It’s Friday everyone, and you know what that means! Poetry Friday! Today, we’ve chosen a poem from our new fall title, Lend a Hand: Poems About Giving, to share with you:
The puppy we’re raising
is the cutest I’ve ever seen—
cuddly and playful,
Last year, we shared an infographic and study on diversity (or the lack thereof) in the Tony Awards and theater. Here’s what it looked like:
An interview with award-winning writer, actor, and filmmaker Christine Toy Johnson illuminates some of the challenges that actors of color often face on and off Broadway:
No Asian American female playwright has ever been produced on Broadway. Ever. . . . I believe that the only way we’ll see our roles increase is if more of our stories are produced (written by and/or about us), and/or if more playwrights/directors/producers are open to having people of color play non-race specific roles they write/direct/produce.
In 2010, Djuan Trent made history when she became one of four African-American women to win the pageant title of Miss Kentucky. Earlier this month, she made history yet again.
On her blog, Life in 27, Trent opened up about her sexuality and announced that she was “queer,” becoming the first contestant to publicly come out as queer.
The trailer for the upcoming remake of Annie is out, and we’re quite excited for the fabulously diverse cast! Quvenzhané Wallis, the talented young actress who was nominated for an Academy Award for Best Actress (the youngest nominee ever!) for Beasts of the Southern Wild, plays the star role of Annie. Jamie Foxx is cast as Will Stacks, the modern version of Daddy Warbucks, Rose Byrne cast as Stacks’ trusty assistant, and Cameron Diaz plays the dreadful Miss Hannigan.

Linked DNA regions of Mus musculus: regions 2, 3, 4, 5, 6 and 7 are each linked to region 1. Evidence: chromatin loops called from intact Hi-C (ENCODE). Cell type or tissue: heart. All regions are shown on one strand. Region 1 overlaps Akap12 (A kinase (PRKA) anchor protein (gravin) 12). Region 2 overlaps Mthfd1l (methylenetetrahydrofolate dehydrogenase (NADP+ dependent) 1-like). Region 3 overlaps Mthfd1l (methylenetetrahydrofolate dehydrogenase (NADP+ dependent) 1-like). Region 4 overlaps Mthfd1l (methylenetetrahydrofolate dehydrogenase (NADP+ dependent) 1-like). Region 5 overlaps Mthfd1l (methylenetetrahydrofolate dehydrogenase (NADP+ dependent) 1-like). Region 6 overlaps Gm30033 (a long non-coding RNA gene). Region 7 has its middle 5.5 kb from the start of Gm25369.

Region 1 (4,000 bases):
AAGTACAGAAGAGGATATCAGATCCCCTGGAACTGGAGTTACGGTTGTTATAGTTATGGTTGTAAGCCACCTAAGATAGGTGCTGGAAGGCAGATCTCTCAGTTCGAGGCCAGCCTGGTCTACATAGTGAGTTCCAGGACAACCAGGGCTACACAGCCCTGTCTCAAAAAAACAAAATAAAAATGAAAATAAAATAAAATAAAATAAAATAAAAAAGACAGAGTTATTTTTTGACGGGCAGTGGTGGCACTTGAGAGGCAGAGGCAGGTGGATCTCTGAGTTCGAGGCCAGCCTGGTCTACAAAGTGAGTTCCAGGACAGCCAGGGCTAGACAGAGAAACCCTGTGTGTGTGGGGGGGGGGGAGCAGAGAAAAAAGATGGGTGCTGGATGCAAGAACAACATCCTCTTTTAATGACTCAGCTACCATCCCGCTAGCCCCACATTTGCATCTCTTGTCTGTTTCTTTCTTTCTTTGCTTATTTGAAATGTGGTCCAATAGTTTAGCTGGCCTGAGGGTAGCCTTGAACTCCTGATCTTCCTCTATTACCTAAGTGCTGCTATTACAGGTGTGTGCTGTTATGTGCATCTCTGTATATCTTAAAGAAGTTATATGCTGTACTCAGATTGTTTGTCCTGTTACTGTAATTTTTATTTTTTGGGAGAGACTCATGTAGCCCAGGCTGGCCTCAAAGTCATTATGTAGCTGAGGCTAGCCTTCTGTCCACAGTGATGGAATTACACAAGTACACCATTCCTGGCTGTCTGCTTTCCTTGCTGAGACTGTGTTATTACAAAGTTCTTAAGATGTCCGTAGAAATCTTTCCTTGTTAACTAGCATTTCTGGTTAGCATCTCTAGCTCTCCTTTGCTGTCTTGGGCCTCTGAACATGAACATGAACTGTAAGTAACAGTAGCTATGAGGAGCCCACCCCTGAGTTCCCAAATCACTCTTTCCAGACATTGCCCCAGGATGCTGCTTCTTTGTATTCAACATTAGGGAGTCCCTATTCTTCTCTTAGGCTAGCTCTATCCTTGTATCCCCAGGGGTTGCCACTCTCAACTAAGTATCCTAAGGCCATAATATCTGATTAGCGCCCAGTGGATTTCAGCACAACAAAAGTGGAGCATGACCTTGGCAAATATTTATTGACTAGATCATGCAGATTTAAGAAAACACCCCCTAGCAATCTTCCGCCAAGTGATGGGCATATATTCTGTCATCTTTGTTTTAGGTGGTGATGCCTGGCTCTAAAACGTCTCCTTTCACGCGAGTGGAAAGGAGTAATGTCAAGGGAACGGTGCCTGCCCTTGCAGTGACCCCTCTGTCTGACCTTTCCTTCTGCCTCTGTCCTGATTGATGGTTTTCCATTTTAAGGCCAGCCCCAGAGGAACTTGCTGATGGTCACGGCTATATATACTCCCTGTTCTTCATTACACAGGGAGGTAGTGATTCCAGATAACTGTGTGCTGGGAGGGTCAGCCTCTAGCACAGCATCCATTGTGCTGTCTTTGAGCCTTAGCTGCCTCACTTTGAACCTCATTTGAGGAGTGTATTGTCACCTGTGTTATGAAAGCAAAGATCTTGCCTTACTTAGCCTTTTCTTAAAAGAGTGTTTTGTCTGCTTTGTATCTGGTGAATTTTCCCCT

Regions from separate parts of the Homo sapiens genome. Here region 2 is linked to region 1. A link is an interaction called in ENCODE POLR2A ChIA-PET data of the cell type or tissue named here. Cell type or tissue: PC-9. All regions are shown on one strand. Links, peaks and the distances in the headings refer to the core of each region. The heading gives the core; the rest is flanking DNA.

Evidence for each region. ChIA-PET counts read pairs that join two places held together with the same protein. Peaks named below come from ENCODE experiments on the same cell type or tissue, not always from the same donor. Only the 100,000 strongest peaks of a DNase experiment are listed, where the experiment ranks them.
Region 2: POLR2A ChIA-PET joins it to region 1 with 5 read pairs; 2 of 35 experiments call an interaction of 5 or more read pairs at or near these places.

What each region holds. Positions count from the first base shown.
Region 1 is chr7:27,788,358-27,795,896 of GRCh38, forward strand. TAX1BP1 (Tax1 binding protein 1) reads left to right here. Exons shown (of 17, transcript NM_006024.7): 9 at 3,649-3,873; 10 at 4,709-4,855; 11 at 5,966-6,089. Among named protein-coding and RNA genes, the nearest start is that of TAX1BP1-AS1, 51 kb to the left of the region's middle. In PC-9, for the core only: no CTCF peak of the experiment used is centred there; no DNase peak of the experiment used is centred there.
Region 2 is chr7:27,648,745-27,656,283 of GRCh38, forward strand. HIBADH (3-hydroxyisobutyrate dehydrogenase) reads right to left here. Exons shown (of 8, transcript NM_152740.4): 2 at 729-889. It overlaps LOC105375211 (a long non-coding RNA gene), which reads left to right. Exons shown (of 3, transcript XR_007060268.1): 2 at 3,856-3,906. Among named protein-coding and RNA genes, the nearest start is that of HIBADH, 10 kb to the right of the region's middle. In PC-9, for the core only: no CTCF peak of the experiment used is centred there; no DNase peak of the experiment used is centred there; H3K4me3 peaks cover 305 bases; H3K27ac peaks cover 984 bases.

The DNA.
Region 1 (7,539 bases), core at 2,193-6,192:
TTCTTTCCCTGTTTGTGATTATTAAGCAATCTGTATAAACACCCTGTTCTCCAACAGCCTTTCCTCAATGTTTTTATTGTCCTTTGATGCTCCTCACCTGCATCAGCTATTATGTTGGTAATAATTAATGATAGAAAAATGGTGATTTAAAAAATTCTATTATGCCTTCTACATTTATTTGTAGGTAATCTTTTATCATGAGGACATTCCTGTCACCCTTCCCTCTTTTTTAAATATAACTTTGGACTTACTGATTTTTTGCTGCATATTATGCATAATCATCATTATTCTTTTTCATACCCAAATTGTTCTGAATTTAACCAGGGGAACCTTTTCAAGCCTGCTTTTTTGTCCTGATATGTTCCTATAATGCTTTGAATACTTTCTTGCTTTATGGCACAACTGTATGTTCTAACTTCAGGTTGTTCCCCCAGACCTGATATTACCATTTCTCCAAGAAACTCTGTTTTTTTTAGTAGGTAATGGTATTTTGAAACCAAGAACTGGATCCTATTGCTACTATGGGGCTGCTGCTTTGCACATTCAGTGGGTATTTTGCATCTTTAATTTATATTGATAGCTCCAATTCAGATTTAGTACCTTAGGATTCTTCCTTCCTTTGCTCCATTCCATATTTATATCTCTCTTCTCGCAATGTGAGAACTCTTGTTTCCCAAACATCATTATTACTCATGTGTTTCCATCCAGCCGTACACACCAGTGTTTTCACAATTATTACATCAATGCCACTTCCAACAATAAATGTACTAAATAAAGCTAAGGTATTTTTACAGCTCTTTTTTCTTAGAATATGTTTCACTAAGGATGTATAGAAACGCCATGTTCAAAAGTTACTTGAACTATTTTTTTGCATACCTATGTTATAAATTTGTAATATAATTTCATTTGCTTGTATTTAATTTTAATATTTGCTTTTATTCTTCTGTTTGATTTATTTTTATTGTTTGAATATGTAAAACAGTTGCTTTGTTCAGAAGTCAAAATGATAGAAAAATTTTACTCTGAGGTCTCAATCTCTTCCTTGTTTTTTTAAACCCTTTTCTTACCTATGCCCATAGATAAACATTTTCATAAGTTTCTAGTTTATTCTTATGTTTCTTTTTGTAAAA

Since the diversity pieces out there today can be rather disheartening (like our Diversity Gap in the Oscars infographic), we decided to take a look at things that are a bit more positive. And as the 86th Academy Awards are on Sunday, this “Lee & Low Likes” honors Cheryl Boone Issacs, the first African-American president of the Academy of Motion Picture Arts and Sciences. It’s important to note that she’s just the third woman to be elected; Bette Davis served for just two month in 1941 and screenwriter Fay Kanin held the position for four years in 1979-1983. Sadly, it’s been 30 years since a woman has held the president position in the Academy.